It’s a $10.8-million facelift, but the captain of the Canadian Coast Guard icebreaker Terry Fox says most of the refitting done to the ship recently is about extending the life of the vessel and not making things more attractive or comfortable.
“From a point of view of reliability, yes. The equipment is more reliable,” said Capt. David Fowler.
The icebreaker had a lot of work done with its machinery and hull. The entire deck machinery that raises and lowers the ship’s main anchor was replaced and a new port propeller hub was installed along with a new stern thruster. There were also electrical and navigational upgrades. Moreover, some of the accommodation areas hadn’t been touched since the 1980s and were in need of modernization.
All of the work was done in St. John’s. The vessel gets refitted every year, said Fowler, and every other year it’s put on drydock for maintenance and repairs. Such regular work is essential to keep the vessel operational, he said.
“This ship goes through a lot of very harsh environments in the ice. She pounds around and shakes and vibrates.”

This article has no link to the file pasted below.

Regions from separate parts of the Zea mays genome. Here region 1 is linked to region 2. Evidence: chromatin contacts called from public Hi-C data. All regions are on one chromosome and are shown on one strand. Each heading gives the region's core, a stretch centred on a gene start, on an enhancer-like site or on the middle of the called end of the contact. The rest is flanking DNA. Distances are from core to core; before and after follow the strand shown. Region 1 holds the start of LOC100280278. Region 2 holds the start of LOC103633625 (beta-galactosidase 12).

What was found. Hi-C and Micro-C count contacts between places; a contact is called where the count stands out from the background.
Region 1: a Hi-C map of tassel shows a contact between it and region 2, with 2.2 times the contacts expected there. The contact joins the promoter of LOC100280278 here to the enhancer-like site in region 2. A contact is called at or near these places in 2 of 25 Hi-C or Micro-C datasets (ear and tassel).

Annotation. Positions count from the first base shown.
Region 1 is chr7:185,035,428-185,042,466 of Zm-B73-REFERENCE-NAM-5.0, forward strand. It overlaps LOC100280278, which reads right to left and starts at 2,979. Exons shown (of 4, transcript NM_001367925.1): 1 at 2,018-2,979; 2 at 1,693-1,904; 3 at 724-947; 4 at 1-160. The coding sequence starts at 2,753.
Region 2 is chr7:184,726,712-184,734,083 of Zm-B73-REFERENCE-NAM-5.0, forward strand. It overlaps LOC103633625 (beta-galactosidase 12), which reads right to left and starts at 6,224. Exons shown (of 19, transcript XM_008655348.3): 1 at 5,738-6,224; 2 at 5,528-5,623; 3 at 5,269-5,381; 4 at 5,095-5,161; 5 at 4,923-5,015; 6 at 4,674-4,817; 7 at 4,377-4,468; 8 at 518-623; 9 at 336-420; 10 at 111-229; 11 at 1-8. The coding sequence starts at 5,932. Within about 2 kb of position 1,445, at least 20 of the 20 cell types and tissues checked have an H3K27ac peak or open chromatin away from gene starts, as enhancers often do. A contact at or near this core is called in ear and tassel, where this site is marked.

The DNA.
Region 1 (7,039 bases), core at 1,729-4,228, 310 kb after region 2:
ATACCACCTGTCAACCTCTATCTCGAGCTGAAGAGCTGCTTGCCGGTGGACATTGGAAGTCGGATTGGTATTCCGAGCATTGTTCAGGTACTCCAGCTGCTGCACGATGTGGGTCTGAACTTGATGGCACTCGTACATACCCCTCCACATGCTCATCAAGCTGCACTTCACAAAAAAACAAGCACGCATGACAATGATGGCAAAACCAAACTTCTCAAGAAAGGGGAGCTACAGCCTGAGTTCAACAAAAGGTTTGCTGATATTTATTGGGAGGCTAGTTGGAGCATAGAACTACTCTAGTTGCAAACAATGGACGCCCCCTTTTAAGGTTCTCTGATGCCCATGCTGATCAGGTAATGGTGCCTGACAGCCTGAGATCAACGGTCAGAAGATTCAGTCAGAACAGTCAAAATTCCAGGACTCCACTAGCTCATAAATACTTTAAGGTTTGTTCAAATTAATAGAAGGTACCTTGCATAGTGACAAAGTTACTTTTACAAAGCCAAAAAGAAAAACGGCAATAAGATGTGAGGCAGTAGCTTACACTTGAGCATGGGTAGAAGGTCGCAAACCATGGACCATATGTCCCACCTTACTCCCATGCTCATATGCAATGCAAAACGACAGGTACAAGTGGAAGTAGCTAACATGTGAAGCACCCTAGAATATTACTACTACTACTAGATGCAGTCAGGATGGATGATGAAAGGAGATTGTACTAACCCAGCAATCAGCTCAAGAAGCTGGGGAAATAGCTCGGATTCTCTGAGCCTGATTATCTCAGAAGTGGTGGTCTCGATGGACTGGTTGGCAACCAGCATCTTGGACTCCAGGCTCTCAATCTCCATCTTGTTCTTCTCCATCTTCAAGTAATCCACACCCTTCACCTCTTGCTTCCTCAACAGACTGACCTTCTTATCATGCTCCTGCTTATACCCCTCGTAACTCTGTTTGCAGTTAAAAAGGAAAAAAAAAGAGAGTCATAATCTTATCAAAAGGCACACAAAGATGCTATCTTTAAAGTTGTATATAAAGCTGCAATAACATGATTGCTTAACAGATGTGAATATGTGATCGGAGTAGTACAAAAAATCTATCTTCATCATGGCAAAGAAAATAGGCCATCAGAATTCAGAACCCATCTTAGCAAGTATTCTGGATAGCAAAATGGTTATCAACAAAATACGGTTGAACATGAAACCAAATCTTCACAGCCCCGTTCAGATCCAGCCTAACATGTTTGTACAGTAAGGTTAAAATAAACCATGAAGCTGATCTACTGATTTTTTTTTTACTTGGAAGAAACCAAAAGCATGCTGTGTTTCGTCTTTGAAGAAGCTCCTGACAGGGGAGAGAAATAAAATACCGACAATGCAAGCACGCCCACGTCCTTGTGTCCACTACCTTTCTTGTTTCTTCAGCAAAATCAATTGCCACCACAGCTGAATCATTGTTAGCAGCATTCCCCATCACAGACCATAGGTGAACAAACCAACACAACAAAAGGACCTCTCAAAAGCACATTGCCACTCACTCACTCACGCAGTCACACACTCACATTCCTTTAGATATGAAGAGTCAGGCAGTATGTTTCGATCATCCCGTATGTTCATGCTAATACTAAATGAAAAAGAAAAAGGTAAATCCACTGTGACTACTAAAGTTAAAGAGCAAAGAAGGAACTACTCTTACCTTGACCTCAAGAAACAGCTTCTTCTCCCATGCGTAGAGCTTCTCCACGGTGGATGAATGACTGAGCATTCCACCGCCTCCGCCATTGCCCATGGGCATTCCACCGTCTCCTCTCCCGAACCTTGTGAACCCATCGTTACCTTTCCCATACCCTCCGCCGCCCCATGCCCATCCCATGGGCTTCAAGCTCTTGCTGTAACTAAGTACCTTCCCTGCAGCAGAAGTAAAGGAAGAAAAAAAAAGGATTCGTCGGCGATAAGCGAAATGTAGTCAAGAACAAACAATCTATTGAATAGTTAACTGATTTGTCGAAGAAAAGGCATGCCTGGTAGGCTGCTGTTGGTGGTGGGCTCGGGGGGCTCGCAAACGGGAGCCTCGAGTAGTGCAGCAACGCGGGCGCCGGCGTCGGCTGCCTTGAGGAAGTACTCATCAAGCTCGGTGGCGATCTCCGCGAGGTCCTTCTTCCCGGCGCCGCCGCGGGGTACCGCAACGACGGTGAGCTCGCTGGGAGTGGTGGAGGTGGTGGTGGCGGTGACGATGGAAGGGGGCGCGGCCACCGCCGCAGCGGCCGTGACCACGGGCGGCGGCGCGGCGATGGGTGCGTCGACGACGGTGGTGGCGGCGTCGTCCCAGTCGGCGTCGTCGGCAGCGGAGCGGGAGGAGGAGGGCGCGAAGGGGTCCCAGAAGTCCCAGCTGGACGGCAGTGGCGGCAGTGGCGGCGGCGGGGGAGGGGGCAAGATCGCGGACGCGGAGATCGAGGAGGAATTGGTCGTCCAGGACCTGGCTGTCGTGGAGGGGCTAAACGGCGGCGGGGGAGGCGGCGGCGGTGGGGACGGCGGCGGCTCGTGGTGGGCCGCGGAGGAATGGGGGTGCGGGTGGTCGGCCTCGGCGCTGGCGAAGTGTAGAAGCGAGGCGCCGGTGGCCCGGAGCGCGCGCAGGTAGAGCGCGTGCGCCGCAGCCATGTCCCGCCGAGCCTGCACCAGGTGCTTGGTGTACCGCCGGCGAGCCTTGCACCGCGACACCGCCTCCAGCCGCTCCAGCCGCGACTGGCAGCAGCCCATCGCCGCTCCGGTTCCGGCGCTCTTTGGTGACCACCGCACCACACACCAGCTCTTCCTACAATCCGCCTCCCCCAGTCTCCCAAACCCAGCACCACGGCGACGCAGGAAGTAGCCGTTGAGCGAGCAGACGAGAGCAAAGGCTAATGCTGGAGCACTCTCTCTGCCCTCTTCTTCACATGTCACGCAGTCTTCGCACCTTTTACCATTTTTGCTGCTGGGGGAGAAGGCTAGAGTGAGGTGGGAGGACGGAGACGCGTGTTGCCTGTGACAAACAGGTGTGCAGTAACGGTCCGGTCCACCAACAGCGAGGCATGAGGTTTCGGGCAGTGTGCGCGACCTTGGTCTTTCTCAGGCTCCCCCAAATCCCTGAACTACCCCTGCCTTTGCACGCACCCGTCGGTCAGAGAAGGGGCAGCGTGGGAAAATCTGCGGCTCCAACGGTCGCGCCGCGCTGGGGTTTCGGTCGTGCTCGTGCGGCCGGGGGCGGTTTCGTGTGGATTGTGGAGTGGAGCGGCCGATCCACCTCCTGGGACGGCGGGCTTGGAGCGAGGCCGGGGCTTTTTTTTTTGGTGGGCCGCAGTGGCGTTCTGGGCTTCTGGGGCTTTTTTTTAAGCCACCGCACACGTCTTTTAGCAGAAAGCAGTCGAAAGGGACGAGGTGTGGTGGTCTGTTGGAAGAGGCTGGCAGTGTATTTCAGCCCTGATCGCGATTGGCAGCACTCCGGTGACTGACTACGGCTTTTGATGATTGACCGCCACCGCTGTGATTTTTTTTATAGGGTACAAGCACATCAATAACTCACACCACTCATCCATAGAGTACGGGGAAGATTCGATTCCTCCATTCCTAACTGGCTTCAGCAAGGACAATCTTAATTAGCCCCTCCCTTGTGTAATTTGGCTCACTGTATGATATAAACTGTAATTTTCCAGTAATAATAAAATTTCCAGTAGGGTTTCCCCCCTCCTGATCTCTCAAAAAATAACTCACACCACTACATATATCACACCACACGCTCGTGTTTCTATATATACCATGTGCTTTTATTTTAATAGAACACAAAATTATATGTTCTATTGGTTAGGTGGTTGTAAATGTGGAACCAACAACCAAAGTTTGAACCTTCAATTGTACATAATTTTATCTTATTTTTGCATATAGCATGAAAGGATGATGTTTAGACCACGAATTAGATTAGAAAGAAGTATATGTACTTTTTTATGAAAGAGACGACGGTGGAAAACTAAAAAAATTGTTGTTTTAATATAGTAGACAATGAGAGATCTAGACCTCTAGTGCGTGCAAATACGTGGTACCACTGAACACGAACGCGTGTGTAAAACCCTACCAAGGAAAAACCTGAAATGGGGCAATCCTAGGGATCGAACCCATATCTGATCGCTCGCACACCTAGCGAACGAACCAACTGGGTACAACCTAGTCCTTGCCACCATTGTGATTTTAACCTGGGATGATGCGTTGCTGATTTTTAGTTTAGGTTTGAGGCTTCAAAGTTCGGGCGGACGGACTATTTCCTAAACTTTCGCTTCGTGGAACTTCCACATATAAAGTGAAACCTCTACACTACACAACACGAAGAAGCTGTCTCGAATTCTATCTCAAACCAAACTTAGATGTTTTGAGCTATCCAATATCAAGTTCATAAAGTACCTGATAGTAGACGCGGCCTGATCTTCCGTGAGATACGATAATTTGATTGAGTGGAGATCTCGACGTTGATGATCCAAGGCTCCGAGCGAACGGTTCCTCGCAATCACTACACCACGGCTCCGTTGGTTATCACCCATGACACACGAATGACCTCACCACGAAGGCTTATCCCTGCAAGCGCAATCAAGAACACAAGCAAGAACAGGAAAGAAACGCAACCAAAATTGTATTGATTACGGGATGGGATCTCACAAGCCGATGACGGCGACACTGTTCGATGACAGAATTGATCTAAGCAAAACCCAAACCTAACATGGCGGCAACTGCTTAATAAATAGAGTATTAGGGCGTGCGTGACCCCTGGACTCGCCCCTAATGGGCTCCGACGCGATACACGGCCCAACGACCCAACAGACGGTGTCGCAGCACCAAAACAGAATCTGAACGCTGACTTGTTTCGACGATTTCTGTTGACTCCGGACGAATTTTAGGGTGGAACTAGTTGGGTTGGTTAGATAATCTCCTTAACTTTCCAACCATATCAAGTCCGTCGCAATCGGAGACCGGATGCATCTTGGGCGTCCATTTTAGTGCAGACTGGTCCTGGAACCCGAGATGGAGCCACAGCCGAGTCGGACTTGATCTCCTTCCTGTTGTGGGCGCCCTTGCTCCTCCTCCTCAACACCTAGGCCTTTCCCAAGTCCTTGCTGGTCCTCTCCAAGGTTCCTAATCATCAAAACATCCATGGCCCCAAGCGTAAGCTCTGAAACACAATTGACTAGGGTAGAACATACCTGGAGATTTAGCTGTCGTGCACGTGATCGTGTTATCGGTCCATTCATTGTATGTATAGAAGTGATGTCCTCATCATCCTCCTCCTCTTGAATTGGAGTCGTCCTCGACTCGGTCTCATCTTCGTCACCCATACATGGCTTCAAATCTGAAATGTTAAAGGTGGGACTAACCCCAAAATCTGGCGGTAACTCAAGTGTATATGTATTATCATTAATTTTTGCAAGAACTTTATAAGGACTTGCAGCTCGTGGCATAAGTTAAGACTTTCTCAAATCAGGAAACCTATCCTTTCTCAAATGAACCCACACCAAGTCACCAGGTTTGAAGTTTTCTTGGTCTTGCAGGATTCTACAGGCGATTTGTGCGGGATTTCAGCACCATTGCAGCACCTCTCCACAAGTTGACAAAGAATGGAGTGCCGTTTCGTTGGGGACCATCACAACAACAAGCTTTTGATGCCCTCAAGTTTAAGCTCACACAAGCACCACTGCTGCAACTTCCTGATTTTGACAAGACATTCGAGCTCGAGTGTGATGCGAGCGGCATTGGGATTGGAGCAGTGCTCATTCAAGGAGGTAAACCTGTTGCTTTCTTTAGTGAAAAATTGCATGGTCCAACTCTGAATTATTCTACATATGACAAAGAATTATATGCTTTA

The difference this time was the scale of the work done.
“We were able to get a fair bit of funding to do some work that you wouldn’t normally do unless you were looking to extend the life of the ship for awhile. Things that were long overdue, we were able to get done,” Fowler said.
As for making the ship more comfortable, Fowler laughed and said given the work the crew does and the environment it’s done in, the repairs and upgrades were unlikely to do that. The vessel is a little safer and more capable, and the ship’s lifespan will certainly be extended because of such maintenance.
“The steel is in really good condition and the engines are in really good condition,” he said.
An engineer on board said he figured the vessel has another good 20 years of cruising the ice-filled ocean. The Terry Fox and its crew
of about 25 are heading to the Gulf of
St. Lawrence Sunday to keep shipping lanes clear. In the spring, they’ll head for the Arctic.